We haven’t. We have been discouraged from doing so, and that not with the argument that there was something wrong with the Masses themselves, but because the ones who said so saw a danger of imbibing a “schismatic mentality” which, need I say it, wouldn’t be in itself a schism even if it was there.

    And even the discouragement without exception stem from before the Year of Mercy. When the SSPX had their priestly ordination last year, even the diocese of Ratisbon – which certainly cannot be accused of taking a easy-going Approach towards the SSPX – commented that “we still have our differences, but it’s legal at present”.

    2. a regular parish priest needs to officiate at those weddings–or so I think I understood–I would say it’s clear the Vatican DOES object to the SSPX offering Mass.

    The contrary is true. First, noone said anything about a parish priest. Second, a priest with regular status (apparently preferably a diocesan priest as opposed to a religious priest) should officiate at the wedding itself and that if it can be done (if not, the SSPX priest even here has faculties), and I have previously said by the way that I guess, the “it cannot be done” will for mere practical reasons be the usual case. But the point is that even if a diocesan priest is present to witness the marriage vows, Mass can be said by the SSPX priest. Even if the diocesan priest is present. How you infer from that that the Vatican would rather see the Mass not celebrated by the SSPX priest is beyond me.

    3. Lastly, I should think that the Society, by offering sacraments in defiance of the known wishes of the Holy Father

    There are not, to my Knowledge, any “known wishes of the Holy Father” for them not to celebrate the sacraments that I know of (post 2009), and there are certainly none that I know of post 2015.

    4. , does transgress the command of the same Holy Father’s right to command. Such would fit the definition given for schism.

    Apart from the fact that we are not in Prussia and what you call a “wish” of the Holy Father would, in itself, not be a command, you happen to have exchanged the key word. You exchanged “deny” by “transgress”. So, in Brief in hope beyond hope that it may sink in:

    Transgress the command is disobedience,
    deny the command is schism,
    simplifyingly speaking.

    5. I wouldn’t say that’s the case. Based on a quick check at Catholic Answers, I see a 2013 item which mentions how a bishop will give various faculties to his priests, including for Eucharist. I think if Pope Francis had wished to offer faculties for Mass to Society priests, he could have done so. That he did not suggests to me that he does not yet deem doing so appropriate.

    If you needed faculties to say Mass, there might be something in that, but you don’t. As for the suspension, the Pope treats it as non-existent. And in case of a doubt, the lenient Version is to be followed; it is that simple.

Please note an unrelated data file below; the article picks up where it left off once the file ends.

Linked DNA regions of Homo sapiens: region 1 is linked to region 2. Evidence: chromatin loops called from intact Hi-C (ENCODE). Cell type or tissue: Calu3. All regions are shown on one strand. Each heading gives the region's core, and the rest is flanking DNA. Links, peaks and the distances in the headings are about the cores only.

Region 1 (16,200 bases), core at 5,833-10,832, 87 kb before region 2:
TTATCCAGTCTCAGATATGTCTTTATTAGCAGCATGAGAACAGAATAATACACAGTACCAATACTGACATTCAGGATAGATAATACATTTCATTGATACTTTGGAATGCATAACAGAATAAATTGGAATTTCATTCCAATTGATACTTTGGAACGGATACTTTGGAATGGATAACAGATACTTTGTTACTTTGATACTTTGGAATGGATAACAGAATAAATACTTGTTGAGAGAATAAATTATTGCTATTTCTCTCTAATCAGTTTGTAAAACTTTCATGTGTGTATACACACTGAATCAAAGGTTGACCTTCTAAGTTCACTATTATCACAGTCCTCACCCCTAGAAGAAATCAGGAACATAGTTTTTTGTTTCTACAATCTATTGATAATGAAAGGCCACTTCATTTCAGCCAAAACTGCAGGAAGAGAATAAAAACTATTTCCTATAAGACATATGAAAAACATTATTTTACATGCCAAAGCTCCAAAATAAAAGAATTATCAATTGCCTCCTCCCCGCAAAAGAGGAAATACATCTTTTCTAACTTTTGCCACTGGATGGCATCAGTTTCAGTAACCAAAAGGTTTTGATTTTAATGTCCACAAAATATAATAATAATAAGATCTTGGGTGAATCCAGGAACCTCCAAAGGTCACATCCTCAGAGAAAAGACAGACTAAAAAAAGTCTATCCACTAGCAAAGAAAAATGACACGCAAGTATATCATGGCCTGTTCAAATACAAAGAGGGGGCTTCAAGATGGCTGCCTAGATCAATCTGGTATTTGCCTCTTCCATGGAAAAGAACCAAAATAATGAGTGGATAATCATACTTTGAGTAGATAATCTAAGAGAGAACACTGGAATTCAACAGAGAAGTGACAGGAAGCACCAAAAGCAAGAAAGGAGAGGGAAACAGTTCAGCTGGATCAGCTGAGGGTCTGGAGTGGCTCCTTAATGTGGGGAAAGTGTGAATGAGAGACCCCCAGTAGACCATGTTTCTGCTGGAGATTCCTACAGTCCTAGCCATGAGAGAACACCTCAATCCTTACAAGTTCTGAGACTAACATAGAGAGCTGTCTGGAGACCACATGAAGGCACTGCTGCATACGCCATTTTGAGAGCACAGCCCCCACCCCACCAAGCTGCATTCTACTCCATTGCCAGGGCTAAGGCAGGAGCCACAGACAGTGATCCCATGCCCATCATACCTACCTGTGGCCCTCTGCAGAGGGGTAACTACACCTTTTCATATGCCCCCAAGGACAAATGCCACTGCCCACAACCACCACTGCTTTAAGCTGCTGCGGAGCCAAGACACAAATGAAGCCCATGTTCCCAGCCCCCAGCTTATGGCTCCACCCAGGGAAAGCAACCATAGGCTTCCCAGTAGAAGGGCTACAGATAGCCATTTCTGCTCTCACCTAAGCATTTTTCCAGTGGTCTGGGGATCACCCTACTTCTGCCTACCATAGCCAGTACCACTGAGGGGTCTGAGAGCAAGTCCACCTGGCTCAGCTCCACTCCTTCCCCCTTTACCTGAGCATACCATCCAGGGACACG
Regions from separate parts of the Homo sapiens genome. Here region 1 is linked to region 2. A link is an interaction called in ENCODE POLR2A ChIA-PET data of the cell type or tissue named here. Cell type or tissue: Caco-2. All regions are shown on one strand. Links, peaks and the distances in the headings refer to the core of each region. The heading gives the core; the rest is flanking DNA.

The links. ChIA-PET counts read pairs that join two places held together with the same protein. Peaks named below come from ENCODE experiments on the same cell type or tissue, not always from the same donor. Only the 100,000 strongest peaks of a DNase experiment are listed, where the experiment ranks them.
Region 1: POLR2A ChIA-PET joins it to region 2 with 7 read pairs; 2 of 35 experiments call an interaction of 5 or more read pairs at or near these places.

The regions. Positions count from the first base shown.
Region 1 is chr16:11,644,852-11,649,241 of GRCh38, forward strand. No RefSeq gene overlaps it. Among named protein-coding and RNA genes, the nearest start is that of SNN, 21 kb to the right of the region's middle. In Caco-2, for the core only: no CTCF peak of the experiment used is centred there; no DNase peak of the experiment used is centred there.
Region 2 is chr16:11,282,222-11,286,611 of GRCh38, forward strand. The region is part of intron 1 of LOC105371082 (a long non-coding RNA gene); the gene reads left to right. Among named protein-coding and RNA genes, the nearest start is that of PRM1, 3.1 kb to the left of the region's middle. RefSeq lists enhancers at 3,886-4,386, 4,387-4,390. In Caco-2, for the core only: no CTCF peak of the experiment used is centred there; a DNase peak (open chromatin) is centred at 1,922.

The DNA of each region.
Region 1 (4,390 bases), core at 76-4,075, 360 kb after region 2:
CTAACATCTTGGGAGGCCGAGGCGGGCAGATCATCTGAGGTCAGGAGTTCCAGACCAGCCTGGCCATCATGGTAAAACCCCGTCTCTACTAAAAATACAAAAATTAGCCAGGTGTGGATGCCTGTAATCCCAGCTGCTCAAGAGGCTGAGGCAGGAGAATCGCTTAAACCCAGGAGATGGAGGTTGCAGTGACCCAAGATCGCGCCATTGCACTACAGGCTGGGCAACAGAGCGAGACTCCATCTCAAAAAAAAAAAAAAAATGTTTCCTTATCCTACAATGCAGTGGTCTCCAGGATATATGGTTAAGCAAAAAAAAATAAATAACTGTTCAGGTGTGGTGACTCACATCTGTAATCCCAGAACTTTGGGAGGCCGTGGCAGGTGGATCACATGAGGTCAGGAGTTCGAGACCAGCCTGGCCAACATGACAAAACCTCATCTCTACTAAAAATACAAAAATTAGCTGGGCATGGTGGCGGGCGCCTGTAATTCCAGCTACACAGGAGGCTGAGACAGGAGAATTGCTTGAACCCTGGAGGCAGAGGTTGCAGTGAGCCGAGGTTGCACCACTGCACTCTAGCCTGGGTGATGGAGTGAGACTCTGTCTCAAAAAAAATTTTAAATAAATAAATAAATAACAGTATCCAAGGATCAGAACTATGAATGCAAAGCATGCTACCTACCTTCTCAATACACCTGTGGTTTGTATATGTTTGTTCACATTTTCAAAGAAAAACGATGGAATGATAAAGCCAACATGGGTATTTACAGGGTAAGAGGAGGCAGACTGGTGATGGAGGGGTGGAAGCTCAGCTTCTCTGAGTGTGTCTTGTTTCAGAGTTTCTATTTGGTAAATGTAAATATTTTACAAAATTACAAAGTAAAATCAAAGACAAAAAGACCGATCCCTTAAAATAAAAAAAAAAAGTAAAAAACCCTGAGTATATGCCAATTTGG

(Besides, when you said that a priest might celebrate a private Mass but not a public Mass, perhaps even the contrary is rather true: if a priest is suspended, but not vitandusly so, then the suspension is lifted when People ask for the Mass for a not unjust reason – which would seem to favor the public rather than the private Mass.)

  23. jflare says:

    “We’re not on a first name basis.”
    I do not claim to know what your first name might be. Nor have I inquired. Judging by your comments, I gather perhaps you’re often referred to as “professor”. So be it. We are discussing matters on the internet, not in a formal environment wherein titles or last names might be normative. I used an abbreviated form of your internet ID, which does happen now and then on the internet. I would suggest we focus on the matters at hand.

    ” STB, STL, STD from the Angelicum in Rome with a concentration in Thomistic Studies. Then four years teaching theology at the FSSP seminary in Denton, NE. ”
    Congratulations. Glad to hear that the seminarians benefit from your background.

    “The reason I ask your background in theology or canon law is that more than one sound explanation given to you seems to have flown over your head.”
    Do you really think I will be persuaded by a cheap dig at my intelligence or education? [I am very little patience for dialogue like this.] For what it’s worth, I hold a BS in Meteorology and Master’s in Business Administration. In time, I hope to pursue a PharmD, but we’ll see what the Almighty has in store. To date, none of our respective credentials appear to have particular bearing. If they did, we’d be fussing over differing sources which we each might cite.
    Incidentally, I’ve noticed that whenever a certain Dr Peters might be consulted, he generally backs his view with a sound presentation of the appropriate canons and the rationale involved.

    “For the zillionth time a priest doesn’t need faculties to say mass.” […to say Mass validly.]
    We’re agreed that such are not required for private Mass. However, we continue arguing about licit offerings of public Mass, especially as offered by SSPX priests. So far as I’m aware, and which your argument has not disproven, priests appropriate faculties from their local ordinary–or superior of the order who is in communion with Rome–for a licit, routine offering of Mass. Such was confirmed to me by fellow parishioners at an FSSP parish, one of whom was previously an ICK seminarian.

    I understand the desire to make room for SSPX to act; I cannot agree that they currently meet the appropriate requirements for offering Mass routinely for the general public. They do need to be reconciled with Rome for this.